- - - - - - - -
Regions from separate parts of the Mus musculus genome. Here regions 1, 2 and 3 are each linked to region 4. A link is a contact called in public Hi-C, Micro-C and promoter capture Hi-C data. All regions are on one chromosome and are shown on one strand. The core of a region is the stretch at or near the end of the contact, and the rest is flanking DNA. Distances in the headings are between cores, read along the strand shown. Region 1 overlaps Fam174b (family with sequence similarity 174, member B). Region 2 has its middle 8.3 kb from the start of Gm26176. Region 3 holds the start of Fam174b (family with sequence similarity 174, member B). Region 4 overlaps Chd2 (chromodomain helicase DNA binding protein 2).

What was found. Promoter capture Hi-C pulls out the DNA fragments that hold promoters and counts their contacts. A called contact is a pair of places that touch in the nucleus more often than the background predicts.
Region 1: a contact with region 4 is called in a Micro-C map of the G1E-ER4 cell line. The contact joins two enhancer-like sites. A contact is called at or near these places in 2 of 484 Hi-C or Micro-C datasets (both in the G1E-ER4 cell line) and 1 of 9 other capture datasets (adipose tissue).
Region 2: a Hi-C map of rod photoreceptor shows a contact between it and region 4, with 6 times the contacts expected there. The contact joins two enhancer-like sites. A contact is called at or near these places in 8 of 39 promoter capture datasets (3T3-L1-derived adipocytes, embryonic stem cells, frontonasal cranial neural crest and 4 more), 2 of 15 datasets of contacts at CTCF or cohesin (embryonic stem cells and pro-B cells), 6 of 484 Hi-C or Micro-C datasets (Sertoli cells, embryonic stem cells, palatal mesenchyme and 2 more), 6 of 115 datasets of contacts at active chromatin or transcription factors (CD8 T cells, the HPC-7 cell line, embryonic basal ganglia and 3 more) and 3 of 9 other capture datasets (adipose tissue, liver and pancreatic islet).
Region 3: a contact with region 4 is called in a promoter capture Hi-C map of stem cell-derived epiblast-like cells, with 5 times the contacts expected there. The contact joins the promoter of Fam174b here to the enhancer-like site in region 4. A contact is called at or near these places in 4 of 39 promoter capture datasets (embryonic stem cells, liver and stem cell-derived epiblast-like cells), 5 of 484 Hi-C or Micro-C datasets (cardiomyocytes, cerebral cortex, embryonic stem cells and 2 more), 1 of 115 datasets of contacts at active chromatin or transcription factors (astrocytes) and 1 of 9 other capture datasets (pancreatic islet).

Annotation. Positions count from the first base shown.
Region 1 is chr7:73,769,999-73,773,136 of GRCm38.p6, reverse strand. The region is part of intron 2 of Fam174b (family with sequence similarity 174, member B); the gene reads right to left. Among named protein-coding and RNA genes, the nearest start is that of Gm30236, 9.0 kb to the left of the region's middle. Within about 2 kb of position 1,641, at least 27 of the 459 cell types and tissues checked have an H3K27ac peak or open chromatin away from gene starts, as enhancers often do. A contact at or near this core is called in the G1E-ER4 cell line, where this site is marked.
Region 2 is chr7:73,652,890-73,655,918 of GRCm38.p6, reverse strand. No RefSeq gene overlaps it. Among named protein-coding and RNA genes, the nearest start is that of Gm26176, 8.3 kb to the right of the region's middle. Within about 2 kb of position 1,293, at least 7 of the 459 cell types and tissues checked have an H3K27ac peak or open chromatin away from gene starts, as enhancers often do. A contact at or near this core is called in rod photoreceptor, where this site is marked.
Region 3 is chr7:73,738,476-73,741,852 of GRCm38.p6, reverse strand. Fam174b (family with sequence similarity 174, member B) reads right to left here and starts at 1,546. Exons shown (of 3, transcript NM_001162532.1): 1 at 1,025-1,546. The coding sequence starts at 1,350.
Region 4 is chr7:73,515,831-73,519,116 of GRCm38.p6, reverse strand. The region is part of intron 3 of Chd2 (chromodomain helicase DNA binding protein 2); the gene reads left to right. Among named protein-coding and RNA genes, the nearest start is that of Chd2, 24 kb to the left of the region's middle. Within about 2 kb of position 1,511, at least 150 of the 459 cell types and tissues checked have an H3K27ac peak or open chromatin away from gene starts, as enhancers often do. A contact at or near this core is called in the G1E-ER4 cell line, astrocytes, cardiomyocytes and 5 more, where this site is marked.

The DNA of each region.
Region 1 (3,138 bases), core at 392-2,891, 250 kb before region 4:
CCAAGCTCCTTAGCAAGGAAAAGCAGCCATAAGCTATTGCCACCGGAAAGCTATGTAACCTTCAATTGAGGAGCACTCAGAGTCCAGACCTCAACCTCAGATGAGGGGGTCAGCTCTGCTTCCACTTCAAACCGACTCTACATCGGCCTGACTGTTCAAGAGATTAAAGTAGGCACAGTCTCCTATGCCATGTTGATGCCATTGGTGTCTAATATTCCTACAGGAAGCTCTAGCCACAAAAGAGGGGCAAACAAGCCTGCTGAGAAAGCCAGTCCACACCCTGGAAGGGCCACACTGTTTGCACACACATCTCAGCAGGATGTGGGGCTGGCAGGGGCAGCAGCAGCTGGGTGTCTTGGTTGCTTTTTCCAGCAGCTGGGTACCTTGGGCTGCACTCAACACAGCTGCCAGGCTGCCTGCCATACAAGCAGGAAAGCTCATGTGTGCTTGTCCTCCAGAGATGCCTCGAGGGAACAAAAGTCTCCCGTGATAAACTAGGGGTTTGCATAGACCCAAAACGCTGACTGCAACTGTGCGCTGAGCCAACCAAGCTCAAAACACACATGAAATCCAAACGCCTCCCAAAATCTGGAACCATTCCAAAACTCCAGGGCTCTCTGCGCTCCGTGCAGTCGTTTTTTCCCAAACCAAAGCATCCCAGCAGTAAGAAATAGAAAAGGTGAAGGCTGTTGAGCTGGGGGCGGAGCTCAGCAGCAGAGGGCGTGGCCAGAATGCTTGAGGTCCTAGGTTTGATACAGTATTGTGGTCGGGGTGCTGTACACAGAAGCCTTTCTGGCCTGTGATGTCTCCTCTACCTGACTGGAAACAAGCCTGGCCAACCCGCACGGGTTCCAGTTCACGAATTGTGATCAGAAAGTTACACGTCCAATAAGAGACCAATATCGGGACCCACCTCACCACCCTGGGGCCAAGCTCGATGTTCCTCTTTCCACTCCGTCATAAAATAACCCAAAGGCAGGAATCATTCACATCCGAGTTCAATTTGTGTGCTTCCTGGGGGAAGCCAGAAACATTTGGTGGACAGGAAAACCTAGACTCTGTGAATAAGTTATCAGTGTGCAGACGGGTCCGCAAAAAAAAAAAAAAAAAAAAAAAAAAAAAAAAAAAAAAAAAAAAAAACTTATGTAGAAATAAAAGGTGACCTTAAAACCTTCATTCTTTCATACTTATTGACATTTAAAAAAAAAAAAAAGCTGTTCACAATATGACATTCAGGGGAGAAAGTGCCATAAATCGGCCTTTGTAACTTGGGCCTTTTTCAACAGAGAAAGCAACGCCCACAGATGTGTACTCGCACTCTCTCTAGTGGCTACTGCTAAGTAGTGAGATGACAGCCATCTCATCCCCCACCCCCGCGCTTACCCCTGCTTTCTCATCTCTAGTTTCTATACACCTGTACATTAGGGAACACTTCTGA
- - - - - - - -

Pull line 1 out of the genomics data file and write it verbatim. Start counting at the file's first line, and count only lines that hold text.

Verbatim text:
Regions from separate parts of the Mus musculus genome. Here regions 1, 2 and 3 are each linked to region 4. A link is a contact called in public Hi-C, Micro-C and promoter capture Hi-C data. All regions are on one chromosome and are shown on one strand. The core of a region is the stretch at or near the end of the contact, and the rest is flanking DNA. Distances in the headings are between cores, read along the strand shown. Region 1 overlaps Fam174b (family with sequence similarity 174, member B). Region 2 has its middle 8.3 kb from the start of Gm26176. Region 3 holds the start of Fam174b (family with sequence similarity 174, member B). Region 4 overlaps Chd2 (chromodomain helicase DNA binding protein 2).